Fully Differntial Amplifier Component Calculator

Problem:
What is the simplest way to calculate the values of components for an input-terminated single-ended to differential output amplifier.?

Solution:
FULLY DIFFERENTIAL AMPLIFIER COMPONENT CALCULATOR
 Inputs: Differential Gain W Rs value W R4 value W or R3 value W Resistors ExactE96 E192 Equations Calculated values Rt W R1 W R2 W R3 W R4 W
 Power and Input Voltages V+ V V- V Vs (DC) V Vocm V
 Resulting Gain V Resulting Voltages Vn V Vp V Vout+ V Vout- V
When a fully differential amplifier is employed, it is important to balance the two feedback paths with the same resistor ratio to prevent an offset from being present between the two outputs. When a single-ended input is to be terminated and connected to one of the inputs, this termination must be accounted for in the feedback ratio for that input. Doing this results in a gain change. In addition, the termination resistor value used should take into account the input impedance of the amplifier circuit. For these reasons, it is difficult to calculate optimum component values for a fully differential amplifier design whose input is single ended and terminated .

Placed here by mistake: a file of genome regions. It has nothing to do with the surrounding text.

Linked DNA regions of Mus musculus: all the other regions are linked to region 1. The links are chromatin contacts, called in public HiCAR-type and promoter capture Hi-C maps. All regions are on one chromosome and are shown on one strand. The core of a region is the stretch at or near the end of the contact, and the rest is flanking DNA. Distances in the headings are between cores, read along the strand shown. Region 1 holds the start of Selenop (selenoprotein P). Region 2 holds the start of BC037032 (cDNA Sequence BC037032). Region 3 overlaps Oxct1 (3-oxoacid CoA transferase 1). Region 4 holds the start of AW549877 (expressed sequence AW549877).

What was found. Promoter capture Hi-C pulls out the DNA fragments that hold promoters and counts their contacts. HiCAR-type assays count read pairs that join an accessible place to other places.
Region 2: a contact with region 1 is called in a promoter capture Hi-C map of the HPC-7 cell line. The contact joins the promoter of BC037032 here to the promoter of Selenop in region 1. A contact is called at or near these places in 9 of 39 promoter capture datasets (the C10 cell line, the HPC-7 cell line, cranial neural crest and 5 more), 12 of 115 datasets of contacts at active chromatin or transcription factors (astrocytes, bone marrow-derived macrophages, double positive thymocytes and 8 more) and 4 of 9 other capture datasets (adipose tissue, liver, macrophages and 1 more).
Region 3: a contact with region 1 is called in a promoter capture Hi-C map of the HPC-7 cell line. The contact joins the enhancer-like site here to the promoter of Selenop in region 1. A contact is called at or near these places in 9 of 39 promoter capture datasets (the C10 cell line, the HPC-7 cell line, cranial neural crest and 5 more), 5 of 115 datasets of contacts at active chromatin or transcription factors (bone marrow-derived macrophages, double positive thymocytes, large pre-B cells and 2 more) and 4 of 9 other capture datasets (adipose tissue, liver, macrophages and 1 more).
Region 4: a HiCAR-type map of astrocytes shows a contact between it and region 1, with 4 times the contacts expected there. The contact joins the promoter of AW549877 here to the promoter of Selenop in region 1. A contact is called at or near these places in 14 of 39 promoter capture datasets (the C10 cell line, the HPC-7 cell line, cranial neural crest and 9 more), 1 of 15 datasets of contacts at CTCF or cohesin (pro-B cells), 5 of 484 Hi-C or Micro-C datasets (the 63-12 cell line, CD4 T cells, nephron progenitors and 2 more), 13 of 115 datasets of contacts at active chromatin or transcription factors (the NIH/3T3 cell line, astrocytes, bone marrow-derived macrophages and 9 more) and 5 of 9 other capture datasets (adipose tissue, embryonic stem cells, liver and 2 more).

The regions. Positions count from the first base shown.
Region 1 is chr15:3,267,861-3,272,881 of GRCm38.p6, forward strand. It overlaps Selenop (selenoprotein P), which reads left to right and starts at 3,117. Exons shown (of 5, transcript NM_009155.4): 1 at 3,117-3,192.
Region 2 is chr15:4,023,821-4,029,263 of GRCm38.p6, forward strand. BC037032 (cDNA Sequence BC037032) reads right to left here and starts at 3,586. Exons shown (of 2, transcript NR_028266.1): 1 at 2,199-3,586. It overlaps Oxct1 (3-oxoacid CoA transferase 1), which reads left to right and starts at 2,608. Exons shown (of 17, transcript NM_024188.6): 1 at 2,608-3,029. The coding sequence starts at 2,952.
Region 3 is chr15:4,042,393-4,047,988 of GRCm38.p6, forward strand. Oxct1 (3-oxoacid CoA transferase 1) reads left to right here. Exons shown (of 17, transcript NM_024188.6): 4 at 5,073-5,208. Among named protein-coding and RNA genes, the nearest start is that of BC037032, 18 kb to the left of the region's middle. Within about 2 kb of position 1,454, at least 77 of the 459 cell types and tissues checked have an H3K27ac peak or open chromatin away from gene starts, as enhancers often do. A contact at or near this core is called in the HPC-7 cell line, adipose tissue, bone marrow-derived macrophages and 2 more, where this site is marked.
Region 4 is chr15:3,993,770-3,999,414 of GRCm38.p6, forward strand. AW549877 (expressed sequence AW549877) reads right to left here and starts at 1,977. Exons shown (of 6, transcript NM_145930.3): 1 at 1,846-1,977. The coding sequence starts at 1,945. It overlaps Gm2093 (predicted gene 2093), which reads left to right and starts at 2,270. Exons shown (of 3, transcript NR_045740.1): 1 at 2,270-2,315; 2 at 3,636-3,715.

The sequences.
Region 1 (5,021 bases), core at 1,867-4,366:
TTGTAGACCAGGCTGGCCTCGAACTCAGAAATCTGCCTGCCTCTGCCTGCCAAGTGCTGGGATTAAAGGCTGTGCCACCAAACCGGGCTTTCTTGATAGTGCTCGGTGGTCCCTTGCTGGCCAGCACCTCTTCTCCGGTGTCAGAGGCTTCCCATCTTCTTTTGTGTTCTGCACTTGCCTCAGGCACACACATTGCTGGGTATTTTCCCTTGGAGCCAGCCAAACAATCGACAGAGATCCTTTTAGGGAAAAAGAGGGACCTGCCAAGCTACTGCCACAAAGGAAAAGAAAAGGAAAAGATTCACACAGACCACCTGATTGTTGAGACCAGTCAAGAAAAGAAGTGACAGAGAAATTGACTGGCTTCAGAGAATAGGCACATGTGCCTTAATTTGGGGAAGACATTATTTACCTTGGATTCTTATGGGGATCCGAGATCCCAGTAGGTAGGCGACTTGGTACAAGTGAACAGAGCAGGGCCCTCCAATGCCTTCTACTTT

The JavaScript application above accepts your entry of source resistance (Rs), feedback resistor (R4) or gain resistor (R3) and desired differential gain (A). It then calculates the other resistors.

Selecting "E96" or "E192" radio buttons will cause the calculated resistor values to be selected from the E96 (96 values per decade) or E192 (192 values per decade) group respectively. Although E96 values are commonly know as 1% resistors while E192 values are known as 0.5% resistors, tighter tolerances are available. When the "Exact" radio button is selected the values are not selected from E96 or E192 groups.

RR3, R4 is the input imedance represented by R3 and a portion of R4 as determined by the action of the amplifier and its gain.

Limits:
1. The gain entry is the differential gain of the total circuit. The voltage divider consisting of Rs, Rt and the amplifier input resistance causes a gain of 0.5 at the input of R3. A gain of 2 from this point to the outputs will cause a total differential gain of 1. A gain entry of less than 0.5 is not allowed. A total gain less than 0.5 would cause the amplifier to be less than unity gain and therefore it may not be stable. The maximum gain entry is 1000.
2. The input impedance of the stage reflects the active response of the amplifier combined with the values of R3 and R4. The design is not valid if the stage input impedance is less than the source resistance.
3. Values entered for R3 and R4 must be positive numbers.
4. Resistor values, either entered or calculated must be equal to or between 1 W and 1 MW.